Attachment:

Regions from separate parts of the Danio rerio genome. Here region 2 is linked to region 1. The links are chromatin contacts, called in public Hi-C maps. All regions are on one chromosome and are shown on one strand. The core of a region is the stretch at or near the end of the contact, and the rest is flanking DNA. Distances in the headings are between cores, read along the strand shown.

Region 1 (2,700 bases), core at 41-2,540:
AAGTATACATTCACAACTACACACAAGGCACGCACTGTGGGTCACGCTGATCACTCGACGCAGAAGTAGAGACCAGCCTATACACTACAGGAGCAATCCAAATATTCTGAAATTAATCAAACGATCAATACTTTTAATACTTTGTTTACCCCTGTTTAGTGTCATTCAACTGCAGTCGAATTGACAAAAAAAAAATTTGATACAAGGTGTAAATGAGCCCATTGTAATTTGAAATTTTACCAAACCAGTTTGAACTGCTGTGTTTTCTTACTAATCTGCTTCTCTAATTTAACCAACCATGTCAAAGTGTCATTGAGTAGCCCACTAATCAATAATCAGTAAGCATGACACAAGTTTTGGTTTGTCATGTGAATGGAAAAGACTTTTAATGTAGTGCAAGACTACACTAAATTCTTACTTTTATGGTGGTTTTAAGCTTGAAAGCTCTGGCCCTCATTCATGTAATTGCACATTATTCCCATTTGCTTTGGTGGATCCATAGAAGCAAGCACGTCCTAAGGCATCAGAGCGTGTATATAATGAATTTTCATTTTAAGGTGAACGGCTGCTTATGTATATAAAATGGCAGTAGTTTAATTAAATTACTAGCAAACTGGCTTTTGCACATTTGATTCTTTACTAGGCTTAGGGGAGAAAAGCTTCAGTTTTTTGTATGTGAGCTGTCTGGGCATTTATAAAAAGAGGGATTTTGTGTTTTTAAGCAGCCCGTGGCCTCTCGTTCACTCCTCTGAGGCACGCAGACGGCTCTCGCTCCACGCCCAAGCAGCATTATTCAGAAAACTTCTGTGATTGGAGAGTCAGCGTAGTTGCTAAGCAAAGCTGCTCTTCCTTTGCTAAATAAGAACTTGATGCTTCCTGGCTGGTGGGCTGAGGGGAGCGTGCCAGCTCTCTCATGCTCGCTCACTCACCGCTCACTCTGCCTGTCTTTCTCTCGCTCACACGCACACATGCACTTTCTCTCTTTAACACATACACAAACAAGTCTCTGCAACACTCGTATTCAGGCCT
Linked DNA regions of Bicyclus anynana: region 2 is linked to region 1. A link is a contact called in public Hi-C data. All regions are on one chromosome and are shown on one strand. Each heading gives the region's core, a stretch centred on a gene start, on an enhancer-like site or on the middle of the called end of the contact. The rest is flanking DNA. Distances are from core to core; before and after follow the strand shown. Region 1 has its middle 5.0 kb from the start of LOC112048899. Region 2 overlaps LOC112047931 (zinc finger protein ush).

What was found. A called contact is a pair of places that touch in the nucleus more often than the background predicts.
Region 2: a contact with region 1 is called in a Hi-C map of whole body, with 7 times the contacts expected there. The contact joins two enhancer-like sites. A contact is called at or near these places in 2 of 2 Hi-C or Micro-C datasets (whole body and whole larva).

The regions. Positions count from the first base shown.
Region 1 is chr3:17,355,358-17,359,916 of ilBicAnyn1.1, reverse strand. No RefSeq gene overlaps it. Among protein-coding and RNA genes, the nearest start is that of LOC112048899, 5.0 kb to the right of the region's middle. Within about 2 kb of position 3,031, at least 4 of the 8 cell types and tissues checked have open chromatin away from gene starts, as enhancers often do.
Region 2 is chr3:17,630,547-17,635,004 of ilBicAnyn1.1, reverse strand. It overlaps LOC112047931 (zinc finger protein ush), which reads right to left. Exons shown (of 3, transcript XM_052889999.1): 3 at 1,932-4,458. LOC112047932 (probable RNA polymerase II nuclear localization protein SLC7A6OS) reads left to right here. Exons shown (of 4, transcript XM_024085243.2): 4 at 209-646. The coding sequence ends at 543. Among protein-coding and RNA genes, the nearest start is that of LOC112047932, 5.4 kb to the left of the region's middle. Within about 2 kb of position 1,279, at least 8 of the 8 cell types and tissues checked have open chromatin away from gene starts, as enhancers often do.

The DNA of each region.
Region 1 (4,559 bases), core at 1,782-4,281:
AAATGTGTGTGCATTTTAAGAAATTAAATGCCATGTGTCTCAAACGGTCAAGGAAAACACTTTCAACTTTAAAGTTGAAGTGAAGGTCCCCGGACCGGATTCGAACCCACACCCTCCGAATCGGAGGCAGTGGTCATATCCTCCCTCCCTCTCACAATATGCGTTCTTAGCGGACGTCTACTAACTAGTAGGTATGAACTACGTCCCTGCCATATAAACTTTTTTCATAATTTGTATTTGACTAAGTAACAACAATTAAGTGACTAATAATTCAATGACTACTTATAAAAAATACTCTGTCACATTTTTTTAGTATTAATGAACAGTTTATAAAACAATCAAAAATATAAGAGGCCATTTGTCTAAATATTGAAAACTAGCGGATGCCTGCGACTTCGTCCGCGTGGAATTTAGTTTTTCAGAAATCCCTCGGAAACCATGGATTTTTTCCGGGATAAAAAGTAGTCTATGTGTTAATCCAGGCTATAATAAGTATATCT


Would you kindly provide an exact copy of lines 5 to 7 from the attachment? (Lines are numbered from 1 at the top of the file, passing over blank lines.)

What was found. A called contact is a pair of places that touch in the nucleus more often than the background predicts.
Region 2: a contact with region 1 is called in a Hi-C map of whole body, with 7 times the contacts expected there. The contact joins two enhancer-like sites. A contact is called at or near these places in 2 of 2 Hi-C or Micro-C datasets (whole body and whole larva).

The regions. Positions count from the first base shown.